There will be no cap on cross-border yuan lending in Qianhai - the testing ground for full currency convertibility - says the official in charge of the special economic zone neighbouring Hong Kong.
Zhang Bei said the business would rise rapidly in the next two to three years.
"The more companies come to Qianhai for business, the more loans banks will provide, and the size of the cross-border yuan lending business will grow bigger and bigger," Zhang said.
In January, 15 Hong Kong and international banks were allowed to offer a combined 2 billion yuan (HK$2.52 billion) of loans to companies registered in Qianhai. Zhang said the government would not interfere in the use of these loans as long as the money was not used in the stock market or to take advantage of the interest rate gap between the mainland and Hong Kong.
"You can actually use the money you get in Qianhai to buy things outside Qianhai, because we do understand you won't find everything you need here," said Zhang. "For example, if you get your office in Qianhai, you need a cross-border loan to build the office."
Zhang said he expected to see the size of cross-border yuan loans easily growing to tens of billions of yuan annually over the next two to three years, as office blocks were built in the zone.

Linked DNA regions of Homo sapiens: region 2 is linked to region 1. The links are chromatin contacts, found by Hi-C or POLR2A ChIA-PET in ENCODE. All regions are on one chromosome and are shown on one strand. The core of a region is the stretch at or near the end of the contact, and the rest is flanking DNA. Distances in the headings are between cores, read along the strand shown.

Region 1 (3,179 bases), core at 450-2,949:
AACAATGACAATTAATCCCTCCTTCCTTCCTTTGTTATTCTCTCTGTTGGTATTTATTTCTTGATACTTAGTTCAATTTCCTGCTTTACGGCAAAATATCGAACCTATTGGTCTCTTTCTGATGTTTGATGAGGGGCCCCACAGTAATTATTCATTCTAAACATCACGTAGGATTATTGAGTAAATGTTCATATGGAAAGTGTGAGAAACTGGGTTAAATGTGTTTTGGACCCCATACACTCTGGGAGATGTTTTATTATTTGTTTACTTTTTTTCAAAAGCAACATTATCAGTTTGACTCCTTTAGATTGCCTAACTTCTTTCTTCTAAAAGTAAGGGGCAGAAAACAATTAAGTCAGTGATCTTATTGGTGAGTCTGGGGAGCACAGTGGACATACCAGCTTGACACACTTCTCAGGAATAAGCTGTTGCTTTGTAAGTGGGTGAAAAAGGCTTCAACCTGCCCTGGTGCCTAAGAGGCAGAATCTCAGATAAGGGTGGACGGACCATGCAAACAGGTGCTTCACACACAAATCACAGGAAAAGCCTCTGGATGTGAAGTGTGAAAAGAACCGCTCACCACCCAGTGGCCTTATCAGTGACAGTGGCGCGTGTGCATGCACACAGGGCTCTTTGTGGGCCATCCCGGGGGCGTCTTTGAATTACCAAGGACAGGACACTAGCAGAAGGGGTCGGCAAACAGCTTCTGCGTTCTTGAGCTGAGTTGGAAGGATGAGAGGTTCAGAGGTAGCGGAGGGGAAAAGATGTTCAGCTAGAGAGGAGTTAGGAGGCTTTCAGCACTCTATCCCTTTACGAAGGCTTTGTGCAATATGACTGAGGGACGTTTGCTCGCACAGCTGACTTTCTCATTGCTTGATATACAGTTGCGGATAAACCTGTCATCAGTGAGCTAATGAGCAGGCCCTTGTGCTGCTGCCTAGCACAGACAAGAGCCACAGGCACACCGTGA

By the end of last month, Qianhai had recorded cross-border yuan loans totalling 5.25 billion yuan.
On Tuesday, Qianhai unveiled rules to allow developers to bid for public land.
Several Hong Kong developers, including Sun Hung Kai Properties and New World Development, have shown strong interest in the land auctions, said Zhang, adding that those sites would be used to house many Hong Kong and foreign banks in coming years. The area would be akin to Central in Hong Kong or Wall Street in New York, he said.
A year ago, Qianhai was named China's test bed for a freer flow of yuan and greater currency convertibility for investment purposes. Beijing wants to increase international use of the yuan in step with China's growing economic power and to take on the US dollar in the global financial system.
China's settlement of trade in yuan leapt 41.3 per cent last year to 2.9 trillion yuan. About 12 per cent of the country's trade is settled in yuan and that proportion must grow substantially to further Beijing's ambition to unseat the US dollar as the world's prime settlement and reserve currency.